Europe must prepare for the possibility of an EU without the UK.
A recent poll by The Daily Mail showed that in a sudden change, 51% of British voters now want to leave the European Union (EU), whereas 49% want to stay in.
This big change in opinion seems to be related to the refugee crisis, because the poll also shows that voters strongly favor British Prime Minister David Cameron’s unwillingness to accommodate large numbers of Syrian refugees, opposing German Chancellor Angela Merkel’s call for all EU countries to accommodate a substantial quota.
This dramatic change in opinion shows how a referendum result on a particular day can turn on unexpected events, and how a permanent decision can be influenced by what may prove to be temporary phenomena
The United Kingdom already had a referendum on whether to stay in the EU in 1975. Now, it is to have another in 2017. But will the upcoming referendum settle the question?
Eurosceptics, like Nigel Farage, have welcomed the decision of Cameron to change the wording of the question British voters will be asked to decide on: from a “Yes” or “No” to UK membership, to one that asks whether UK voters want to “remain” in, or “leave,” the European Union. This change was recommended to Cameron by the Electoral Commission, which felt the earlier formulation favored those who wanted the UK to stay in the EU. “Leave” implies action, while “remain “could be construed as endorsing passivity. “Yes” would have implied positivity, and “No” meant negativity. Generally, people prefer to be positive. So perhaps Farage is right to be happy.
The bigger risk here is not in the wording of the question. It is in the political reality that, in a referendum, temporary considerations—like anger at some current government policy on an unrelated matter—may induce people to make a permanent decision that they would not make in normal circumstances.
That is why I prefer parliamentary democracy to referendum democracy. In a referendum, the issue has to be reduced to a single question decided on a single day. In the parliamentary system, the decision is usually taken over many months, in a process that allows greater flexibility and opportunities to change direction in light of what is learned.
But a referendum is what we are going to have, so it behooves everyone in all the 28 EU countries to do what they can to ensure, if they want the UK to stay in the EU, that the negotiation is concluded in a way that presents the EU in the best possible light to the British electorate.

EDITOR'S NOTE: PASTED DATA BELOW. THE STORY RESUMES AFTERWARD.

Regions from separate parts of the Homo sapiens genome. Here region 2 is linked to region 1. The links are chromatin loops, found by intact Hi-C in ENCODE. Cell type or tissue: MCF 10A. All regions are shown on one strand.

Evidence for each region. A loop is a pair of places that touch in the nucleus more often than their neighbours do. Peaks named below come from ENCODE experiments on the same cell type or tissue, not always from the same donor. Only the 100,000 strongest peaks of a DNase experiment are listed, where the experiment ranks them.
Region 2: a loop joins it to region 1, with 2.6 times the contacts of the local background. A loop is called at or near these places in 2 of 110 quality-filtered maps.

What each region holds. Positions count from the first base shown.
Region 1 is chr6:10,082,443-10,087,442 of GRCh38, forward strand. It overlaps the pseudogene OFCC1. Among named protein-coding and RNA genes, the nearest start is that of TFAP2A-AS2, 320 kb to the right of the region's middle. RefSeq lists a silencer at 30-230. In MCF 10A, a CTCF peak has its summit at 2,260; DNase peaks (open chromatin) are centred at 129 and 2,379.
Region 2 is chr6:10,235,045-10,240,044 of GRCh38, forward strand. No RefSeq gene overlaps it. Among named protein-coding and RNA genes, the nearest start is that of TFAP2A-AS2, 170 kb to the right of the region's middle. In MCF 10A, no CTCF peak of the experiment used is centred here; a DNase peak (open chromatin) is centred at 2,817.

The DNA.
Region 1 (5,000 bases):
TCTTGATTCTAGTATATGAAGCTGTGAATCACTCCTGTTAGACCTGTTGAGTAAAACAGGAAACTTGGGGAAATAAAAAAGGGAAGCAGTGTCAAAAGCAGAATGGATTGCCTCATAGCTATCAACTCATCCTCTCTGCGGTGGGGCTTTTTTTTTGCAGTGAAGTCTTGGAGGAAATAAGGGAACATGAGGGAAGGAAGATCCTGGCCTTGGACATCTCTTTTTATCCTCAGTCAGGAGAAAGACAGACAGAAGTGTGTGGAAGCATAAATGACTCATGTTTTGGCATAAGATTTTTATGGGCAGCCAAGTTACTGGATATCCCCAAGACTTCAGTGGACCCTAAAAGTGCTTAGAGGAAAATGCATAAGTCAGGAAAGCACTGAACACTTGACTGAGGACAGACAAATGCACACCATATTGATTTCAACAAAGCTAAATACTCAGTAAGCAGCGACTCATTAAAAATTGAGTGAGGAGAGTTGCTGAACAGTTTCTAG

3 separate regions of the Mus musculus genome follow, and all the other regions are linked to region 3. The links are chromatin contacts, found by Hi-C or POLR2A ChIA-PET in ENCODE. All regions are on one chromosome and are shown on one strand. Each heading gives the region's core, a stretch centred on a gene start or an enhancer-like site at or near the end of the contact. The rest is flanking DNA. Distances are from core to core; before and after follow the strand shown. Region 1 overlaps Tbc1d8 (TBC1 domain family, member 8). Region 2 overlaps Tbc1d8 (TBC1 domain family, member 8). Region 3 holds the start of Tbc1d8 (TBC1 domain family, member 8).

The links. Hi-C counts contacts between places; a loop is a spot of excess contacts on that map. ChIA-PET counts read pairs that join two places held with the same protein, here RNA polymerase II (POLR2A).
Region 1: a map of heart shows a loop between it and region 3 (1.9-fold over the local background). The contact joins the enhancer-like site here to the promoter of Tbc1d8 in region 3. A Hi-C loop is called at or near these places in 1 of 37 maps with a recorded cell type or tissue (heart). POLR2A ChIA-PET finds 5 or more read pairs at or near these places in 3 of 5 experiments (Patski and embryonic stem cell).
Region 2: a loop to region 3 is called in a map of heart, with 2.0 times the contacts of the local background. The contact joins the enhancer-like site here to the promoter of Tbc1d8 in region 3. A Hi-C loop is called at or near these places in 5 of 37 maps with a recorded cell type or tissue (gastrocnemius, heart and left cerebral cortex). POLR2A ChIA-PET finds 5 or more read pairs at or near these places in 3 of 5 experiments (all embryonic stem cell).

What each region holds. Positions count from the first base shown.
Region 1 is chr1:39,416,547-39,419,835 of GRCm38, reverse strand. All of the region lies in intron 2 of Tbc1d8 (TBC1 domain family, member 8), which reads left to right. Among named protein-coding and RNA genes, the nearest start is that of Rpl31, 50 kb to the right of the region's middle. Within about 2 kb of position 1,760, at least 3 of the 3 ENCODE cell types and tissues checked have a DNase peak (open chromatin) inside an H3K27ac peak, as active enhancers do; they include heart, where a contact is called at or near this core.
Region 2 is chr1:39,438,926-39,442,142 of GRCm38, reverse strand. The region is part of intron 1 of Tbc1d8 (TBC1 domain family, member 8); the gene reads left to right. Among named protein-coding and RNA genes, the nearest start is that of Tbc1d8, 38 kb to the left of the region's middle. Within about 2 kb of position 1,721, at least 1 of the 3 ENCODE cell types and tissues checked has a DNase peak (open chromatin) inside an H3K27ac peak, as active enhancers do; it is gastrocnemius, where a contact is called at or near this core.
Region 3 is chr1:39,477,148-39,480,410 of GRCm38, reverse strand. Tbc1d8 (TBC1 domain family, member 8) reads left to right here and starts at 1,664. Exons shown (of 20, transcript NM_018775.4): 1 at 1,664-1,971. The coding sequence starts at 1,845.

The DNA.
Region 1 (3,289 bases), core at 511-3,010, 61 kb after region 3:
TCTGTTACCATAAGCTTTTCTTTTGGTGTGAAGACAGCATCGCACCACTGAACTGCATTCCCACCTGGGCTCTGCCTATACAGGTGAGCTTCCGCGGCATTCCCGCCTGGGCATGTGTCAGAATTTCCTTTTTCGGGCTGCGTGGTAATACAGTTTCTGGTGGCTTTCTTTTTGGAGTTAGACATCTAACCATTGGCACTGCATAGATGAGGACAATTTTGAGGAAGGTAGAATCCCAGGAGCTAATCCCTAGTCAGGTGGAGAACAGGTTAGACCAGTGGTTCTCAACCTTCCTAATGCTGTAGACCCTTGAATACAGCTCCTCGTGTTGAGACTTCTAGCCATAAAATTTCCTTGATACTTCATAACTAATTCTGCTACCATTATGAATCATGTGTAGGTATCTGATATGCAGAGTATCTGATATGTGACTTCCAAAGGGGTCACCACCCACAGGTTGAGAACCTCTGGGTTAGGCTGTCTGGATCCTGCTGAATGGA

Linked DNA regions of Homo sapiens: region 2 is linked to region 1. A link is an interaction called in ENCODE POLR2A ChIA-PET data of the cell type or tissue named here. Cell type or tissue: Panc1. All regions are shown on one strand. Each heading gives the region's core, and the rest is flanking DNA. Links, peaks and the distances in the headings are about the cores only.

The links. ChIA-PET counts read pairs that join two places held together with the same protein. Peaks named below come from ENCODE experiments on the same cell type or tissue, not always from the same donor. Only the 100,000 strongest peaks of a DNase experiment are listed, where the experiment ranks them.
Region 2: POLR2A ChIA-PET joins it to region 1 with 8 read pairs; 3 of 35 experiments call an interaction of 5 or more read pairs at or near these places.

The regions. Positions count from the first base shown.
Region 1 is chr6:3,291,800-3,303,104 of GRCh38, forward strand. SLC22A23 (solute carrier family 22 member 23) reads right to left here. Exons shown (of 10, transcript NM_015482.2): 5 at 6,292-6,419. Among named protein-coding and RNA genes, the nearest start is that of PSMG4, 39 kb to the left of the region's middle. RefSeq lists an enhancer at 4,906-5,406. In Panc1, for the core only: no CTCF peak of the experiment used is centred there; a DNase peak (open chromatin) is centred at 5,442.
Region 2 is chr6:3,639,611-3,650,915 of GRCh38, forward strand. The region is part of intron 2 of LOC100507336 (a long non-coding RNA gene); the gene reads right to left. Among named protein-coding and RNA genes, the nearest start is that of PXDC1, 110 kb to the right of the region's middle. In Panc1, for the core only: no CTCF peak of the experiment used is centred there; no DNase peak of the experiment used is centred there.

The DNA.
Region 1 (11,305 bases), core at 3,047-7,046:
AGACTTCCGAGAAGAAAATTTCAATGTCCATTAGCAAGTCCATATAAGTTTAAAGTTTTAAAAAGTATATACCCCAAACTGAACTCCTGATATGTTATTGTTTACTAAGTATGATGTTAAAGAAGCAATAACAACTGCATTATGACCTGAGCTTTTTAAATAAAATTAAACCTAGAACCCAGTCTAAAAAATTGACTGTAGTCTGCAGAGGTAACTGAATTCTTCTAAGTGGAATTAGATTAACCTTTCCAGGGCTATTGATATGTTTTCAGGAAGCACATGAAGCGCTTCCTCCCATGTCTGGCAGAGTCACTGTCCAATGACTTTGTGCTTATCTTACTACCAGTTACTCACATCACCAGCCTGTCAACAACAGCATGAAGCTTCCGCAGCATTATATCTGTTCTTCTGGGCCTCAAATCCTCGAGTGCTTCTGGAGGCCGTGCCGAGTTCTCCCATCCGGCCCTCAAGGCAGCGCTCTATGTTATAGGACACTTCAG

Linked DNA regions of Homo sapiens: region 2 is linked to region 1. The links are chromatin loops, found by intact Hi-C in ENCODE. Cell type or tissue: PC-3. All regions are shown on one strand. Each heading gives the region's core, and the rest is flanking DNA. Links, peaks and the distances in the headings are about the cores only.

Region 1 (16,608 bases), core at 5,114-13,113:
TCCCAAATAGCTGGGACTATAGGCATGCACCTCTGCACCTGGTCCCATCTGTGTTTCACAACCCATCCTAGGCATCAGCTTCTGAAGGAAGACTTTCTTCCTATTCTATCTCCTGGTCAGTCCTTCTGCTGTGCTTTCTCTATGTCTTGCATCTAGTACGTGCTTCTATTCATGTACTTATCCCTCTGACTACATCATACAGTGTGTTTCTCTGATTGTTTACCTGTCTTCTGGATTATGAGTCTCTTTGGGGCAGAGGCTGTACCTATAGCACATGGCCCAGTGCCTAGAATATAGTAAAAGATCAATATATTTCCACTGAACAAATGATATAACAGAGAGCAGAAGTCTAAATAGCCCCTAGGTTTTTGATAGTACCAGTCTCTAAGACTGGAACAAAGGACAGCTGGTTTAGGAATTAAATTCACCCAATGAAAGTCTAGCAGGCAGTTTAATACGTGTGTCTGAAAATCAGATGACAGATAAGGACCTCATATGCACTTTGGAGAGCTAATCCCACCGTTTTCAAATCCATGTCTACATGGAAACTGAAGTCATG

The UK’s negotiating tactics, and the frame of mind in which the British people approach the negotiations, are important here too. If the UK gets a good deal that is endorsed in a referendum, will British citizens then fully commit to the EU, or will they retain an attitude of conditional and skeptical membership, waiting for the next opportunity to find fault?
In 2003, I was chairman of the Convention on the Future of Europe, a committee that dealt with Justice and Home Affairs. Our task was to redraft the provisions of EU treaties dealing with cross-border crimes. The UK had long been suspicious of continental courts having jurisdiction over British citizens and wanted to limit EU activity in this field. At each stage in the talks, the other parties to the negotiation went as far as they thought they could to accommodate UK concerns, only to find that once it was settled, Britain came back looking for more concessions on the same points.
The convention’s “final” draft of the proposed EU Constitution was not final. The UK looked for, and got, more concessions in the draft approved by the heads of government. Then, when the constitution failed in referenda in France and the Netherlands and was replaced by a slightly slimmed down “treaty” in Lisbon, Britain looked for, and got, even more concessions on its concerns, including a complete opt out, with a right to opt in at will.
Will the other states go all the way to their bottom lines, in the negotiation of the “improved” terms of UK membership if they think the UK will adopt a similar tactic and keep coming back for more? They will ask themselves how an EU of 28 members would work, if every country used the UK’s approach. Suppose the final deal is one that satisfies British voters by a narrow margin, will future UK governments then be likely to go on looking for further concessions afterward, on the same issues, every time there have to be any further revisions of EU treaties?
If the answer to these questions is yes, and there are many in the UK who will never be satisfied with what the EU offers, then the other 27 members may hold back from their maximum concession.
David Cameron may then find he has raised expectations in the UK unduly and may fail to convince British voters to remain in the European Union. Or he may find that his electorate wants to “experiment” with leaving the EU, just as many American voters want to experiment with Donald Trump or some Labour Party voters seem to want to experiment with Jeremy Corbyn.
There is also the related risk that British voters may see the referendum as an opportunity to “make a statement” about their sense of who they are, rather than make a final, fully considered decision about the future of Europe.
So we must prepare for the possibility of an EU without the UK.
The views expressed in this article are the author’s own and do not necessarily reflect Fair Observer’s editorial policy.
Photo Credit: DFID
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